The Affordable Care Act’s (ACA) individual mandate is perhaps the most controversial piece of the health reform legislation. The law requires nearly all Americans maintain “minimal essential” health insurance coverage beginning January 1, 2014.
Several states filed suit against the U.S. Department of Health and Human Services claiming the mandate is unconstitutional. The states were unsuccessful in their suit, and the Supreme Court’s June 2012 decision upheld the law that required those who fail to comply make a “shared responsibility payment.” This penalty will be collected by the Internal Revenue Service (IRS) in the same manner as other tax penalties.
Attorney Neal Graham with the firm Harris Shelton Hanover Walsh in Memphis explains how the Supreme Court rationalized the constitutionality of the mandate:
“Historically, a ‘tax’ is a payment made by an individual as a result of the receipt of a privilege or benefit from the government.” While uninsured individuals are not directly receiving benefits, they “… are subjecting the public to economic risk because other individuals who have health insurance will be forced to pay higher premiums for their coverage to offset the potential costs being absorbed by healthcare providers for uninsured individuals.”
Are there any exceptions to the mandate?
The law does allow exemptions for those with religious objects and those suffering severe financial hardship; the incarcerated, undocumented immigrants and members of an Indian tribe may apply for an exemption, but all others are subject to a penalty for failing to obtain health insurance coverage.
How much is the penalty?
The annual penalty for 2014 is $95 per adult and $47.50 per child (maximum $285 per family) or one percent of household income, whichever is greater. The penalty increases in 2015 to $325 for adults and $162.50 for children (maximum $975 per family) or two percent of household income. In 2016, the penalty rises to $695 for adults, $347.50 for children (maximum $2,085 per family) or 2.5 percent of household income. In 2017 and the years following, the 2016 amount will be increased by the cost of living.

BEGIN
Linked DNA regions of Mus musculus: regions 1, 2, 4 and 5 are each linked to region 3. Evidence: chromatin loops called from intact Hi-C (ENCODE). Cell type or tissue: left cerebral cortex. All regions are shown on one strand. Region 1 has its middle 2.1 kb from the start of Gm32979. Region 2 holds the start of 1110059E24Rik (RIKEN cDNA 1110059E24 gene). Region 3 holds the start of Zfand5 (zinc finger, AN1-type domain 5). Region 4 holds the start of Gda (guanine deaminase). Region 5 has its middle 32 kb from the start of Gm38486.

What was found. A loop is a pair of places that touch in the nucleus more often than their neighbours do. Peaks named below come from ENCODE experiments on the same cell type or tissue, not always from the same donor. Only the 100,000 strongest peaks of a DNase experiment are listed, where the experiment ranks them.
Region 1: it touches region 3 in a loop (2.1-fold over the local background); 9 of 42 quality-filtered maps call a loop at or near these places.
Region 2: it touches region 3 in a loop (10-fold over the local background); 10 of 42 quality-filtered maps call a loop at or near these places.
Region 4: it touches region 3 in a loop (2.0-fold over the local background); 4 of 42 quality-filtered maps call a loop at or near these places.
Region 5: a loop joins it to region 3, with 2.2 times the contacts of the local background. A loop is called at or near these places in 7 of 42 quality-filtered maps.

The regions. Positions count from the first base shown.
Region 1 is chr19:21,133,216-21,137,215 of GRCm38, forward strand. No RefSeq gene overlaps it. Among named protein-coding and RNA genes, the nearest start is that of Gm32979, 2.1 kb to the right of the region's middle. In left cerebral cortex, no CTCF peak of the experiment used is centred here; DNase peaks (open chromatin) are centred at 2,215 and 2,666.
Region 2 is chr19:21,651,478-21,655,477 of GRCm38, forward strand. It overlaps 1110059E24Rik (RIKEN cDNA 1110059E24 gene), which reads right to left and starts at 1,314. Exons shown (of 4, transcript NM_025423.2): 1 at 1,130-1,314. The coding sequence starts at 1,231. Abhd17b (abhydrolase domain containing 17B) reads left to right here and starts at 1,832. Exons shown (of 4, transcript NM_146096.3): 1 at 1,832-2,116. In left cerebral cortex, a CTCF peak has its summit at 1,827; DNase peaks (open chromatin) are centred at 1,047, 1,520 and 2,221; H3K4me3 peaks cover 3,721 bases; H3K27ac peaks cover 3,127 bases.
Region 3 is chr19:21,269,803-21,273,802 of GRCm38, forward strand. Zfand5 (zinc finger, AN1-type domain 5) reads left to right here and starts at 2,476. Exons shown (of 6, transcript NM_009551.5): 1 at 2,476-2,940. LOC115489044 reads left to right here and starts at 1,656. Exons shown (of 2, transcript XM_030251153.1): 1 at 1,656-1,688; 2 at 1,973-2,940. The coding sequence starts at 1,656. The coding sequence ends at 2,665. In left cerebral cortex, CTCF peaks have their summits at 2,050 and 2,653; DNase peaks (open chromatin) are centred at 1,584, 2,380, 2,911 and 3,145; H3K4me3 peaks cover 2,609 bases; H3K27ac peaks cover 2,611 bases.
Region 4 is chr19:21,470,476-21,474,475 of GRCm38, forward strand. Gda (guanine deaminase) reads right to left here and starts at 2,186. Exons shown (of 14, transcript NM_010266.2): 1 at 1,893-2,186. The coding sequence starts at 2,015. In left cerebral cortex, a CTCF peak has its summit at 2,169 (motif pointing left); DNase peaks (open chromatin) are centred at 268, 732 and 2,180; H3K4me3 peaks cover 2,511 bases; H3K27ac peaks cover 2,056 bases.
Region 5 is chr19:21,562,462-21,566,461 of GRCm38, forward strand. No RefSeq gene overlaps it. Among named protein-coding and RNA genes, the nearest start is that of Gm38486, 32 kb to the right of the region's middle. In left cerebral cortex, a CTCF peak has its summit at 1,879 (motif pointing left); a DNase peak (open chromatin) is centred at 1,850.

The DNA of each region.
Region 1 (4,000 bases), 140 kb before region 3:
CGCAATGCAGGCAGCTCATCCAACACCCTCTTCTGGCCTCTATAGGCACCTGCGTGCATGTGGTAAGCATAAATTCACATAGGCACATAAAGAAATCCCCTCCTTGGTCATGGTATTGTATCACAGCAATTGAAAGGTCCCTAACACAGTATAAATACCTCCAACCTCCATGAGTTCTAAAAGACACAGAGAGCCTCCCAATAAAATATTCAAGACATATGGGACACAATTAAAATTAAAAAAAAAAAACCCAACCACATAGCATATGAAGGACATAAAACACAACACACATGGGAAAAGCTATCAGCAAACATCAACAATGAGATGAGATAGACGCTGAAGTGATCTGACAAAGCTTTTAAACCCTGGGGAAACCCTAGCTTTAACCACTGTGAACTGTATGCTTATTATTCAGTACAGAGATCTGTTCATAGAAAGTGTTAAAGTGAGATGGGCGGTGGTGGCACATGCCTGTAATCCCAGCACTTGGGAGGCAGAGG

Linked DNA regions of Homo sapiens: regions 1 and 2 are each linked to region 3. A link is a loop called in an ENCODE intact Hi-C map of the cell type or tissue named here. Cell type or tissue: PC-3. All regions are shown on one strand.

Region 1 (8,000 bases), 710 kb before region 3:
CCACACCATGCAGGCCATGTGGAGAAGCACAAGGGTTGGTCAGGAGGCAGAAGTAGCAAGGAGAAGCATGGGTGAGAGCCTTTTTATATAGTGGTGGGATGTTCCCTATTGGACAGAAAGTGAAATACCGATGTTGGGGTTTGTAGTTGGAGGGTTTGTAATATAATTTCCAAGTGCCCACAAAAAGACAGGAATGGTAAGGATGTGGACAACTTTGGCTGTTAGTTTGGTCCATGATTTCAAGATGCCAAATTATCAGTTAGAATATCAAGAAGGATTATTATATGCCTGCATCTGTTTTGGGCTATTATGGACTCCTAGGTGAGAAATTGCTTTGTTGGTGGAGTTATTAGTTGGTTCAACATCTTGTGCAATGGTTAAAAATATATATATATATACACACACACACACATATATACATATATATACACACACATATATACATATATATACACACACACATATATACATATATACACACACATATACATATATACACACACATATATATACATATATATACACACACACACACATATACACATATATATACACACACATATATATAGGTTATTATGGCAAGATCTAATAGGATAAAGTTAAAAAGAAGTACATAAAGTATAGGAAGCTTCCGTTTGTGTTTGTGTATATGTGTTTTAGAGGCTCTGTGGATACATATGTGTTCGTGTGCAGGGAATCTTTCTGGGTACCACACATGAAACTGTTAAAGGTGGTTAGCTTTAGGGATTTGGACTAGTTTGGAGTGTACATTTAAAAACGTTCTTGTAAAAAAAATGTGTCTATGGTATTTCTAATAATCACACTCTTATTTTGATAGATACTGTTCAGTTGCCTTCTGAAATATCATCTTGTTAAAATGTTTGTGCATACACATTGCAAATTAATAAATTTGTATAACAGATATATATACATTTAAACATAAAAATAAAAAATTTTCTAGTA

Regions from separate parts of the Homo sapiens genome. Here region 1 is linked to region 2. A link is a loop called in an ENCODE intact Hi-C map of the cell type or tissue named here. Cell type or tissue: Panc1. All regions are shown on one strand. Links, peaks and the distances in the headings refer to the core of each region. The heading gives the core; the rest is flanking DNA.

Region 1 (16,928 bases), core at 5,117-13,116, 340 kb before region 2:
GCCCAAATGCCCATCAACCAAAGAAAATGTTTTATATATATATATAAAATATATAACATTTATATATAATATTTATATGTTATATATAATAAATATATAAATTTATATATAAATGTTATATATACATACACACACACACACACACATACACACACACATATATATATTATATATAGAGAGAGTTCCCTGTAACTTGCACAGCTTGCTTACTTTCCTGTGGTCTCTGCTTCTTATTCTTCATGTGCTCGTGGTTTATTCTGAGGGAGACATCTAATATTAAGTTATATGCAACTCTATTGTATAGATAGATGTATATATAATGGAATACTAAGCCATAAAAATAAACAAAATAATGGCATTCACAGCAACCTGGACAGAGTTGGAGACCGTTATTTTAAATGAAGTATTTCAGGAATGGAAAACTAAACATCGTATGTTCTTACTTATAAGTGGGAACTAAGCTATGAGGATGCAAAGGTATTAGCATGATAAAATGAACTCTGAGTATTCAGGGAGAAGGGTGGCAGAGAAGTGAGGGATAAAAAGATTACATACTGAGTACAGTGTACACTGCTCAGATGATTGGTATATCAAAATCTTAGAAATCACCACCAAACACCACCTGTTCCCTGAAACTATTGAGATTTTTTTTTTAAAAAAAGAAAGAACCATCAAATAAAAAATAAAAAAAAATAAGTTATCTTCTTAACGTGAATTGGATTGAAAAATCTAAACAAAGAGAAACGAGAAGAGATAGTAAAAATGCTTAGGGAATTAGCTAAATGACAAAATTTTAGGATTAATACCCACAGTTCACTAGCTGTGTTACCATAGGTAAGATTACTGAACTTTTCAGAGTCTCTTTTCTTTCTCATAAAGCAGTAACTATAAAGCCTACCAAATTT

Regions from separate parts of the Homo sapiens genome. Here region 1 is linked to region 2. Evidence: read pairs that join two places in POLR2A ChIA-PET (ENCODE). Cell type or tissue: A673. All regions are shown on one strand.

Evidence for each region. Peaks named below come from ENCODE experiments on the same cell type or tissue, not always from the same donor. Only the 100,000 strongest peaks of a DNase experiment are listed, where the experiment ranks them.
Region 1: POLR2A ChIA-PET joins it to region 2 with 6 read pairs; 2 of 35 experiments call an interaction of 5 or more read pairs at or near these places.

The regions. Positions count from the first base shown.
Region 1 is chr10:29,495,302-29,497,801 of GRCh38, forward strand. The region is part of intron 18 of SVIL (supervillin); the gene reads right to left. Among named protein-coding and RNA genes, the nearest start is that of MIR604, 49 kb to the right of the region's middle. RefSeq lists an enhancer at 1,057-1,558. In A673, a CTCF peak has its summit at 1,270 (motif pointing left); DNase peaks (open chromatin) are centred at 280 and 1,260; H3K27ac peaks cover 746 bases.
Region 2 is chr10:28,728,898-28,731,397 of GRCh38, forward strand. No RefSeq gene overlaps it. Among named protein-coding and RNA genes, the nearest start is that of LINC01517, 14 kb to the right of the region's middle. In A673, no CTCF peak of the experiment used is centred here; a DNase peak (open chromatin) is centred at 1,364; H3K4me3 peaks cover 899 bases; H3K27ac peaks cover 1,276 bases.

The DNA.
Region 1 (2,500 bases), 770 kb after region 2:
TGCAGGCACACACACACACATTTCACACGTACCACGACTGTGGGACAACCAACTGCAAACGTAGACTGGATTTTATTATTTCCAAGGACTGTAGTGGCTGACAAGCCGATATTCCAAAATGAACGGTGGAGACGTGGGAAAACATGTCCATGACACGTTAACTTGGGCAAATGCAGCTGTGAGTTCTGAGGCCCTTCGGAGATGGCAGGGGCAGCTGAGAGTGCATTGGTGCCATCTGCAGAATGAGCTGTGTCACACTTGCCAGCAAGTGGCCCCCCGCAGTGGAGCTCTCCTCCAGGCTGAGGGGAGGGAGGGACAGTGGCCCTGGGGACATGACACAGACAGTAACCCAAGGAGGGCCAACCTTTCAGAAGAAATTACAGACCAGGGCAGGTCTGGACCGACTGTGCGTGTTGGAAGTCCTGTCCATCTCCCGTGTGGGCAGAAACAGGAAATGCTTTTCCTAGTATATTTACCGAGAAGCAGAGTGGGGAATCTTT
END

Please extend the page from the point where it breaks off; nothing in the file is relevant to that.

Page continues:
There is no penalty for gaps in coverage of three months or less, and the penalty is pro-rated by the number of months in a year the taxpayer is without coverage.
What enforcement power does the IRS have to collect “shared responsibility payments?”
According to tax attorney Kenneth Burns with the business law firm Kolesar & Leatham of Las Vegas, “The penalty will be imposed if you fail to provide sufficient information with your tax return that you have acceptable coverage, or you are exempt.”
The IRS is limited in its ability to collect the penalty. “Once the IRS has assessed a penalty,” says Burns, “there is no enforcement mechanism for collecting the penalty other than reducing a taxpayer’s refund.”
The ACA does not allow the IRS to file a Notice of Tax Lien for failure to pay the penalty. This means the IRS cannot attach a lien to your wages, bank accounts or personal assets. “Further,” says Burns, “no criminal prosecution or penalty may be imposed on anyone for refusal to pay the individual mandate penalty.” While tax evasion is a serious crime, failure to pay the ACA penalty will not land a taxpayer in jail.
The only way the IRS can collect the penalty from those that do not voluntarily pay is by offsetting any refund, current or future, due the taxpayer. For those that are not entitled to a refund, the penalty does not go away; it will be carried to future years.
Gillian Burdett is a freelance writer covering all things home and living. Her work can be found on Examiner.com.